Photo/IllutrationYukio Edano, leader of the Constitutional Democratic Party of Japan, center; former Prime Minister Yoshihiko Noda, who heads the Lower House voting bloc called the Reviewing Group on Social Security Policy, second from left; and Yuichiro Tamaki, leader of the Democratic Party for the People, second from right, meet reporters on Sept. 19 after agreeing to form a unified parliamentary bloc. (The Asahi Shimbun)

We hope the coalescence of opposition forces into a sizable parliamentary bloc will shake the Diet out of its current “ikkyo tajaku.” That is, the state of being run roughshod by the ruling Liberal Democratic Party while all opposition parties remain pathetically weak and fragmented.

The Constitutional Democratic Party of Japan (CDP), the Democratic Party for the People (DPP) and the Lower House voting bloc calling itself the Reviewing Group on Social Security Policy--all with ties to the now-defunct Minshuto (Democratic Party of Japan)--finalized their agreement on Sept. 19 to form a multipartisan legislative caucus with 117 seats in the Lower House and 61 in the Upper House.

This Lower House bloc is the largest formed by opposition parties since Prime Minister Shinzo Abe returned to power in 2012 for his second stint.

It is all too clear that the long-ruling Abe administration has manifested its arrogance and imprudence repeatedly over the last six years and nine months.

One perfect case in point: At the latest Cabinet reshuffle, Abe gave the education minister’s portfolio to Koichi Hagiuda, who was suspected of involvement in the shady government decision to let the Kake Educational Institution open a faculty of veterinary medicine.

And in matters of Diet management, the Abe administration has ignored opposition parties’ calls for convening extraordinary Diet sessions or Budget Committee meetings, in total disregard of the legislature’s intended function of keeping the administration in check.

There is no question that the fragmented and effete opposition forces are partly to blame for this. But now that they have come together, they must live up to their responsibility of severely monitoring the administration and reining it in.

It took the leaders of the opposition parties a month to reach their final agreement on the parliamentary bloc. Apparently, much of that time was taken up trying to come up with a name for the bloc and coordinating personnel matters.

The whole lengthy process created the impression that there were still hard feelings over the past split. And it is also a fact that some people are viewing this “reunion” coolly, likening the parties to a divorced couple who got back together again.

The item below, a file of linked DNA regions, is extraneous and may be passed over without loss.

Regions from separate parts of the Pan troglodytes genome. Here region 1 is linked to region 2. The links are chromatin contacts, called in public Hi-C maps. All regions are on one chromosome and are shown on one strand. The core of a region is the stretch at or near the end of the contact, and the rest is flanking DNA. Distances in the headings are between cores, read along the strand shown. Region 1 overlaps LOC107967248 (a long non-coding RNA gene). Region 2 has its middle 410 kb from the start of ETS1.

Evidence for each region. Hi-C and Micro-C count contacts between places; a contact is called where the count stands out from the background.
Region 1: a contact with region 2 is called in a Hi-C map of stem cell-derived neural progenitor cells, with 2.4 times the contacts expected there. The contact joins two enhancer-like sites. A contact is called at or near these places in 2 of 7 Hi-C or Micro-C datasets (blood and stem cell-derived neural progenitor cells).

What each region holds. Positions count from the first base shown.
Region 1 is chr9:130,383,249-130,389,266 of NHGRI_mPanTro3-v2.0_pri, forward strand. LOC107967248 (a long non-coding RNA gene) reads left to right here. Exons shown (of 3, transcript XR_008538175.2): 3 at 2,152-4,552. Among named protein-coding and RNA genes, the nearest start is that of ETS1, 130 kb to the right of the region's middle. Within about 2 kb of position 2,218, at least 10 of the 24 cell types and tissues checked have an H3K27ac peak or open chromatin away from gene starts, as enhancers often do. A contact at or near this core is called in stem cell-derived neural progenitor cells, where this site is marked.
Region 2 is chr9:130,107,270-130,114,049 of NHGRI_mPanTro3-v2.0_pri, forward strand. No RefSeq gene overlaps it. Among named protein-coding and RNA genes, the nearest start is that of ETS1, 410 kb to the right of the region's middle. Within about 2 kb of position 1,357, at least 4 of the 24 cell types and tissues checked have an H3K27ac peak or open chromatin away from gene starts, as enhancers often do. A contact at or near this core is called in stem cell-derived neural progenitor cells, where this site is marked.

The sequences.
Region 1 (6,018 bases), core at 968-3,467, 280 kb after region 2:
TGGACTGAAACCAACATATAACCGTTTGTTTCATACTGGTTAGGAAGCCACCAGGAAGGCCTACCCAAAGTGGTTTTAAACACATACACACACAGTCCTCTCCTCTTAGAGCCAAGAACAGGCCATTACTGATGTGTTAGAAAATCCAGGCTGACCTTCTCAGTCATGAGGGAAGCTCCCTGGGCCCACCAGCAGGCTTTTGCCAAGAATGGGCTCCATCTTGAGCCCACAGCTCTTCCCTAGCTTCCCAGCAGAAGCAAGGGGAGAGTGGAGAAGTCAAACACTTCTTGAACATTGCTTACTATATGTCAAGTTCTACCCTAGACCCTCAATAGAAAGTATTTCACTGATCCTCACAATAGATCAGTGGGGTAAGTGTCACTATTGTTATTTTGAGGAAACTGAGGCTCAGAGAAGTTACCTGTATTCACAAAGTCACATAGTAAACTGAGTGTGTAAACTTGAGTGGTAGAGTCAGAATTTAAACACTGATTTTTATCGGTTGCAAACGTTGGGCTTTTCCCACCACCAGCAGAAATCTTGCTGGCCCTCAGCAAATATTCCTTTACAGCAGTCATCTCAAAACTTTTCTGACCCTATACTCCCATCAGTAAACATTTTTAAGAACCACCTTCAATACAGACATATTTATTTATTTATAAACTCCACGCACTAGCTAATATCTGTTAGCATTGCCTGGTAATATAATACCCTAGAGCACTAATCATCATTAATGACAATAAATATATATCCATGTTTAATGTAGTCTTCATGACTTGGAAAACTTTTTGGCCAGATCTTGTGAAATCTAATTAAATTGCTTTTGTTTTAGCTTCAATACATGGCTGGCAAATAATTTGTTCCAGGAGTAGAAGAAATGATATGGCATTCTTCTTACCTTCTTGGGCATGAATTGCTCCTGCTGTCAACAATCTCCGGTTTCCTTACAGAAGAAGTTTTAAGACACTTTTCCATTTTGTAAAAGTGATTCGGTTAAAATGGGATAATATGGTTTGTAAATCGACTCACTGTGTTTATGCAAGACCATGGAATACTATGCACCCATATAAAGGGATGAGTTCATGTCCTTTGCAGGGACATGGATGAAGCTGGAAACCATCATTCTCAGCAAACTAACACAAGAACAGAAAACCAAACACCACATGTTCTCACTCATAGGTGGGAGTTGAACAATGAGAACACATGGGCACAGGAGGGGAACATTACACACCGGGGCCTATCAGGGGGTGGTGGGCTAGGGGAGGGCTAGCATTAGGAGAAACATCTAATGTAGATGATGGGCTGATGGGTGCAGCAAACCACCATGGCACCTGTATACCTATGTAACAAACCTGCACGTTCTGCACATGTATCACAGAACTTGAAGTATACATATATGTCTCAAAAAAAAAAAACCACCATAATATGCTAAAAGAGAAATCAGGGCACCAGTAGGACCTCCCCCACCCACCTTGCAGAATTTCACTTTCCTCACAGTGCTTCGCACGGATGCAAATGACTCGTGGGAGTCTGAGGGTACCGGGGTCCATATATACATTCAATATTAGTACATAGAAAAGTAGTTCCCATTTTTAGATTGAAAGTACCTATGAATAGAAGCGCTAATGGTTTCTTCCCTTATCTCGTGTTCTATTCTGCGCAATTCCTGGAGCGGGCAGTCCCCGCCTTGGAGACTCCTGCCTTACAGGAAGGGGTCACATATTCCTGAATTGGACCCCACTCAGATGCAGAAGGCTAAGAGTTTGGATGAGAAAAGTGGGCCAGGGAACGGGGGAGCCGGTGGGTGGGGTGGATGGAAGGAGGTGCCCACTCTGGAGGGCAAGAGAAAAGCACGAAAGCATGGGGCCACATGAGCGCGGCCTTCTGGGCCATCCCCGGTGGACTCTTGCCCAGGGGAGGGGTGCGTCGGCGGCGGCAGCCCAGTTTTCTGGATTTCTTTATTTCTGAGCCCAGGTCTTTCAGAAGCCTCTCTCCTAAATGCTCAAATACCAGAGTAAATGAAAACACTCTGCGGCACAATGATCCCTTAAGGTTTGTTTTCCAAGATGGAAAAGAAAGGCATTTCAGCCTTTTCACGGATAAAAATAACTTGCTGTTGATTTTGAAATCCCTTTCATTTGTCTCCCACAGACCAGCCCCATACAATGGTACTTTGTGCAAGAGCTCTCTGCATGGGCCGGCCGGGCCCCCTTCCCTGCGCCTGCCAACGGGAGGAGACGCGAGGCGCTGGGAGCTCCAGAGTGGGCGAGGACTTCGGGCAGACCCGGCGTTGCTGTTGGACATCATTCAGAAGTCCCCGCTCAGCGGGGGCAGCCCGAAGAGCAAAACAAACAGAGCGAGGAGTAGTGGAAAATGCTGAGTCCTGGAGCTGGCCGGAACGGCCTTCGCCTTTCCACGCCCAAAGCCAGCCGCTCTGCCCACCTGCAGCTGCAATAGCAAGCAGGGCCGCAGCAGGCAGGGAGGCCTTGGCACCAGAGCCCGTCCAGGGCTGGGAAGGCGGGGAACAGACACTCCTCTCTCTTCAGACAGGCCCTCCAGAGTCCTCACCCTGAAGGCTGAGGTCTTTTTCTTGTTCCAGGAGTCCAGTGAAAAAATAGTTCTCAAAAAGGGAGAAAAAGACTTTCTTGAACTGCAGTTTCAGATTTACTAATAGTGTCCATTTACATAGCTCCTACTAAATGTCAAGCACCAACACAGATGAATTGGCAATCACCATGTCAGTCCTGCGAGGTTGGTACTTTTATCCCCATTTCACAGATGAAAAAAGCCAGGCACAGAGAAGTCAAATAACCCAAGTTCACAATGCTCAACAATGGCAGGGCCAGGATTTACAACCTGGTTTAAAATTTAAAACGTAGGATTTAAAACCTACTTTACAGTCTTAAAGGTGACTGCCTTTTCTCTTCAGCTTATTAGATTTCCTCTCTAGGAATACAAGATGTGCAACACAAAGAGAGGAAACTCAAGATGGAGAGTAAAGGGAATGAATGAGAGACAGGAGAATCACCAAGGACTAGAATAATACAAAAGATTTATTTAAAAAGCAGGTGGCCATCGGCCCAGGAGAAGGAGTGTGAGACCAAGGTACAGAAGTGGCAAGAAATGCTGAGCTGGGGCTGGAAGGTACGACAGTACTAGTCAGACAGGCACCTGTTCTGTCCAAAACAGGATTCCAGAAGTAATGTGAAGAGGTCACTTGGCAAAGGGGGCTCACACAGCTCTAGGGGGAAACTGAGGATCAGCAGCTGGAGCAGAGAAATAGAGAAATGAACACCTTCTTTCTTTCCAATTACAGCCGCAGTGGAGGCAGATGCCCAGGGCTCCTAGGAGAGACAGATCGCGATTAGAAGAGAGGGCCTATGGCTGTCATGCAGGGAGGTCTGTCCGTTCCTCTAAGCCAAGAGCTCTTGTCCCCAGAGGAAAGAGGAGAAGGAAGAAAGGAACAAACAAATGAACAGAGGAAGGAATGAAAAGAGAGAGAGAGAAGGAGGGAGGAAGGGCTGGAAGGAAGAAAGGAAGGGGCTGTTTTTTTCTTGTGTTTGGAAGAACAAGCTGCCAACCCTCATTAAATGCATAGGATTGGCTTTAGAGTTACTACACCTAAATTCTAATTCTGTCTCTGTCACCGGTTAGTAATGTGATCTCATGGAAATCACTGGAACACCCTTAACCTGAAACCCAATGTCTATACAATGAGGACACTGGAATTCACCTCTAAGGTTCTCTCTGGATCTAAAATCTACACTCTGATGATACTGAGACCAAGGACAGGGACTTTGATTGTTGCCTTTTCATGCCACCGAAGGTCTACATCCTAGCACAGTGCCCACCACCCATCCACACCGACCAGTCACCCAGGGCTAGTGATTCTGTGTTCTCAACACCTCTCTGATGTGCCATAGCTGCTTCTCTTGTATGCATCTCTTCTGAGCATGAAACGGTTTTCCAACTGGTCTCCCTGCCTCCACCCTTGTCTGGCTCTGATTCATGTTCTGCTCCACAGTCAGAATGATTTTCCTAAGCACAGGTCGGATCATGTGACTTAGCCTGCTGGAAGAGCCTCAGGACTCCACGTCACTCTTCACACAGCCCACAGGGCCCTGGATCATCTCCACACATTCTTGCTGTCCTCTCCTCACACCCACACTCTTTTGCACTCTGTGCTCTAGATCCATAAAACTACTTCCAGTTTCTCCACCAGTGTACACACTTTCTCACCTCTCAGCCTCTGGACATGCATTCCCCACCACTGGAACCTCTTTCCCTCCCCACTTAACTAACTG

Should they start bickering again and revert to their infighting days of Minshuto and its successor, Minshinto (the Democratic Party), they cannot expect to regain the public’s trust. Their mission now is to remain united and stand up to the Abe administration. They must resolve to strive hard for an outcome that represents a positive synergy exceeding the physical size of the union.

Their first test will be the extraordinary Diet session to be convened on Oct. 4. In the past, lack of suprapartisan coordination often resulted in different opposition parties asking the same questions in the Diet. From now on, they must prevent that sort of redundancy through closer collaboration among individual legislators, which in turn should help enliven Diet debates.

On policy matters, there is no denying that not all members of the bloc see eye to eye on issues such as the consumption tax hike, nuclear power generation and constitutional amendment. This cannot be helped, given the multipartisan nature of the caucus.

However, the members will need to debate one another thoroughly and find common ground, so as not to let the ruling coalition go after a chink in their armor, so to speak.

The last Lower House election in 2017 followed an “ambush dissolution” that caught opposition parties unprepared and in disarray--just as the ruling coalition anticipated.

The next Lower House election is bound to happen within the next two years, and it is of crucial importance for opposition parties to start preparing for it by being able to offer voters an alternative to the current ruling coalition of the LDP and Komeito. A key to success lies in securing the cooperation of opposition parties that are not in the new parliamentary bloc.

After the Upper House election this past summer, CDP leader Yukio Edano said he “is resolved to present a viable alternative (to the current administration)” in the next Lower House election by further strengthening collaboration among opposition parties.

Whether the voting public will agree with Edano depends very much on the new bloc’s performance in the days ahead.

--The Asahi Shimbun, Sept. 21